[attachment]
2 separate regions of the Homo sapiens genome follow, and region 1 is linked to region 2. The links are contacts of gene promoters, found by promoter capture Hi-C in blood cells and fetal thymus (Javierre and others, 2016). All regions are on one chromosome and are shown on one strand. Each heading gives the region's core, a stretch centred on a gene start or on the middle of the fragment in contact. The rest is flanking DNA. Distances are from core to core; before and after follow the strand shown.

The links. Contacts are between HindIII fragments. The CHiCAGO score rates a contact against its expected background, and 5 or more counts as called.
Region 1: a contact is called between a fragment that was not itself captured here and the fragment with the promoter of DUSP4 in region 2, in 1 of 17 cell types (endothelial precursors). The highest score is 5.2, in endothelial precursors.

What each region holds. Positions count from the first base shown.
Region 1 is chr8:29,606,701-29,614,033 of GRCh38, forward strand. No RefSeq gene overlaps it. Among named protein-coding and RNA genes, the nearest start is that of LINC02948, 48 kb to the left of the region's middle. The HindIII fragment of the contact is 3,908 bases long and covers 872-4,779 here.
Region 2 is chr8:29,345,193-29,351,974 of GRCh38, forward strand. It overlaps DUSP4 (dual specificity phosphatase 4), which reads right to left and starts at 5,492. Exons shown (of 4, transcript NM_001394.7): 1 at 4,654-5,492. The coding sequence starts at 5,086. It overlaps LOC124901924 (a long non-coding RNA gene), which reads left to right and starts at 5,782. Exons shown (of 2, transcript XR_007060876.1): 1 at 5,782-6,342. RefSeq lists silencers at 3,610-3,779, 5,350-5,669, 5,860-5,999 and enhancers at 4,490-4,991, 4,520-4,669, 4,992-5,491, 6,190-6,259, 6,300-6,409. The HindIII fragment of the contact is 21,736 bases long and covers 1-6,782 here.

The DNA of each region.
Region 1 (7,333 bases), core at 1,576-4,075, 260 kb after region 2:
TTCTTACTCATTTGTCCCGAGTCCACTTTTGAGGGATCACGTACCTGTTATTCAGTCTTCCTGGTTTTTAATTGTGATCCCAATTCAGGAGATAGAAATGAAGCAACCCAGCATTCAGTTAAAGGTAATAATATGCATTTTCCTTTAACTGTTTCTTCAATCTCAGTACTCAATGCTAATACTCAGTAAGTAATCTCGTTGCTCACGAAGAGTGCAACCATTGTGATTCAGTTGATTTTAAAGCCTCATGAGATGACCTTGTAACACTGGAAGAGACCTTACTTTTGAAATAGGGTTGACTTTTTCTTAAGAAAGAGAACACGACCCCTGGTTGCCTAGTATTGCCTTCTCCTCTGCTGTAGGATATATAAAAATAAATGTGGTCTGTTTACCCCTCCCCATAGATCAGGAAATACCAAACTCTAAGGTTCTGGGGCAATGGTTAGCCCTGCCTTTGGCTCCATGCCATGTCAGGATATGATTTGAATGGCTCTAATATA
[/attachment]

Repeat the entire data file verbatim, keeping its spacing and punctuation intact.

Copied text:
2 separate regions of the Homo sapiens genome follow, and region 1 is linked to region 2. The links are contacts of gene promoters, found by promoter capture Hi-C in blood cells and fetal thymus (Javierre and others, 2016). All regions are on one chromosome and are shown on one strand. Each heading gives the region's core, a stretch centred on a gene start or on the middle of the fragment in contact. The rest is flanking DNA. Distances are from core to core; before and after follow the strand shown.

The links. Contacts are between HindIII fragments. The CHiCAGO score rates a contact against its expected background, and 5 or more counts as called.
Region 1: a contact is called between a fragment that was not itself captured here and the fragment with the promoter of DUSP4 in region 2, in 1 of 17 cell types (endothelial precursors). The highest score is 5.2, in endothelial precursors.

What each region holds. Positions count from the first base shown.
Region 1 is chr8:29,606,701-29,614,033 of GRCh38, forward strand. No RefSeq gene overlaps it. Among named protein-coding and RNA genes, the nearest start is that of LINC02948, 48 kb to the left of the region's middle. The HindIII fragment of the contact is 3,908 bases long and covers 872-4,779 here.
Region 2 is chr8:29,345,193-29,351,974 of GRCh38, forward strand. It overlaps DUSP4 (dual specificity phosphatase 4), which reads right to left and starts at 5,492. Exons shown (of 4, transcript NM_001394.7): 1 at 4,654-5,492. The coding sequence starts at 5,086. It overlaps LOC124901924 (a long non-coding RNA gene), which reads left to right and starts at 5,782. Exons shown (of 2, transcript XR_007060876.1): 1 at 5,782-6,342. RefSeq lists silencers at 3,610-3,779, 5,350-5,669, 5,860-5,999 and enhancers at 4,490-4,991, 4,520-4,669, 4,992-5,491, 6,190-6,259, 6,300-6,409. The HindIII fragment of the contact is 21,736 bases long and covers 1-6,782 here.

The DNA of each region.
Region 1 (7,333 bases), core at 1,576-4,075, 260 kb after region 2:
TTCTTACTCATTTGTCCCGAGTCCACTTTTGAGGGATCACGTACCTGTTATTCAGTCTTCCTGGTTTTTAATTGTGATCCCAATTCAGGAGATAGAAATGAAGCAACCCAGCATTCAGTTAAAGGTAATAATATGCATTTTCCTTTAACTGTTTCTTCAATCTCAGTACTCAATGCTAATACTCAGTAAGTAATCTCGTTGCTCACGAAGAGTGCAACCATTGTGATTCAGTTGATTTTAAAGCCTCATGAGATGACCTTGTAACACTGGAAGAGACCTTACTTTTGAAATAGGGTTGACTTTTTCTTAAGAAAGAGAACACGACCCCTGGTTGCCTAGTATTGCCTTCTCCTCTGCTGTAGGATATATAAAAATAAATGTGGTCTGTTTACCCCTCCCCATAGATCAGGAAATACCAAACTCTAAGGTTCTGGGGCAATGGTTAGCCCTGCCTTTGGCTCCATGCCATGTCAGGATATGATTTGAATGGCTCTAATATA